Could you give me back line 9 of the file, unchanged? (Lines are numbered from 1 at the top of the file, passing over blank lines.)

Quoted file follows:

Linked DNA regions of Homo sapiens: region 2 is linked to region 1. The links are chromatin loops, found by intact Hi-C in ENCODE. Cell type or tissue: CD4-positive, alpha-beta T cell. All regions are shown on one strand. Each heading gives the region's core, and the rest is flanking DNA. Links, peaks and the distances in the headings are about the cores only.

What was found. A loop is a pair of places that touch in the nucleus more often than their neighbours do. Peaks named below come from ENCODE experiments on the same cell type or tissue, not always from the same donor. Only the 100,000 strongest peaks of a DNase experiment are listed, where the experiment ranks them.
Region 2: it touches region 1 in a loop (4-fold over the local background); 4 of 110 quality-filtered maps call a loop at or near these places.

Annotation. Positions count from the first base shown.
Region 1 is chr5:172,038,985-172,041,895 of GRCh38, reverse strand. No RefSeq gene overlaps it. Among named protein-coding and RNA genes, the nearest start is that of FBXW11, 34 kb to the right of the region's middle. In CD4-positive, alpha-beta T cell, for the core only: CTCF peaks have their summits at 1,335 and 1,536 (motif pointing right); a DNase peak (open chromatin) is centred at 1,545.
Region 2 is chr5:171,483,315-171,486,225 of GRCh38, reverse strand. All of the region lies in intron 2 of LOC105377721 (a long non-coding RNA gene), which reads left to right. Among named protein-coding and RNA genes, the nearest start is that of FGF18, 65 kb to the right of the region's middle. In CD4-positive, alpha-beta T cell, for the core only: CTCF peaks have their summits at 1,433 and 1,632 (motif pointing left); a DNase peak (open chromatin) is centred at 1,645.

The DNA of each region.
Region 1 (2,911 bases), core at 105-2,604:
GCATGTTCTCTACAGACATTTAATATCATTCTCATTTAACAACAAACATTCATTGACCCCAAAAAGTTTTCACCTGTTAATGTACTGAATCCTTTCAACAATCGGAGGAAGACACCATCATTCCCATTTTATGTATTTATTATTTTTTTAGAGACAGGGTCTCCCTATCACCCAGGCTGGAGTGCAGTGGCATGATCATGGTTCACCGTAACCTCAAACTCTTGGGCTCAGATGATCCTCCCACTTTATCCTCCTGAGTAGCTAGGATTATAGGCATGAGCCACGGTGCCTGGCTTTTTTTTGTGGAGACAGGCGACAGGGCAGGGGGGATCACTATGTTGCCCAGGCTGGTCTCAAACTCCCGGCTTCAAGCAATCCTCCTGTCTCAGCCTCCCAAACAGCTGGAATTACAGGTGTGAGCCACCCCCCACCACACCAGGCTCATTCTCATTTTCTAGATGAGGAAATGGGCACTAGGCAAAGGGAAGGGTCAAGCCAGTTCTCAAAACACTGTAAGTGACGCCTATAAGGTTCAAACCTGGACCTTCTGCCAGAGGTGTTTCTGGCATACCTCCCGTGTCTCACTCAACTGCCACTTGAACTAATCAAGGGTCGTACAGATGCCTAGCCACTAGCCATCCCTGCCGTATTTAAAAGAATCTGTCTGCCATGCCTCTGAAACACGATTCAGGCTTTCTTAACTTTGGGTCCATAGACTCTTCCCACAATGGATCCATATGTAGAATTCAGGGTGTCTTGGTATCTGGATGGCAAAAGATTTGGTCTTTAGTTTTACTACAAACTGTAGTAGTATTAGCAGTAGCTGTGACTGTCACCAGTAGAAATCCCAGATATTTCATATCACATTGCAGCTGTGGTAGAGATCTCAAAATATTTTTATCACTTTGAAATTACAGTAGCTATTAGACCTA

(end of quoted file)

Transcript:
GCATGTTCTCTACAGACATTTAATATCATTCTCATTTAACAACAAACATTCATTGACCCCAAAAAGTTTTCACCTGTTAATGTACTGAATCCTTTCAACAATCGGAGGAAGACACCATCATTCCCATTTTATGTATTTATTATTTTTTTAGAGACAGGGTCTCCCTATCACCCAGGCTGGAGTGCAGTGGCATGATCATGGTTCACCGTAACCTCAAACTCTTGGGCTCAGATGATCCTCCCACTTTATCCTCCTGAGTAGCTAGGATTATAGGCATGAGCCACGGTGCCTGGCTTTTTTTTGTGGAGACAGGCGACAGGGCAGGGGGGATCACTATGTTGCCCAGGCTGGTCTCAAACTCCCGGCTTCAAGCAATCCTCCTGTCTCAGCCTCCCAAACAGCTGGAATTACAGGTGTGAGCCACCCCCCACCACACCAGGCTCATTCTCATTTTCTAGATGAGGAAATGGGCACTAGGCAAAGGGAAGGGTCAAGCCAGTTCTCAAAACACTGTAAGTGACGCCTATAAGGTTCAAACCTGGACCTTCTGCCAGAGGTGTTTCTGGCATACCTCCCGTGTCTCACTCAACTGCCACTTGAACTAATCAAGGGTCGTACAGATGCCTAGCCACTAGCCATCCCTGCCGTATTTAAAAGAATCTGTCTGCCATGCCTCTGAAACACGATTCAGGCTTTCTTAACTTTGGGTCCATAGACTCTTCCCACAATGGATCCATATGTAGAATTCAGGGTGTCTTGGTATCTGGATGGCAAAAGATTTGGTCTTTAGTTTTACTACAAACTGTAGTAGTATTAGCAGTAGCTGTGACTGTCACCAGTAGAAATCCCAGATATTTCATATCACATTGCAGCTGTGGTAGAGATCTCAAAATATTTTTATCACTTTGAAATTACAGTAGCTATTAGACCTA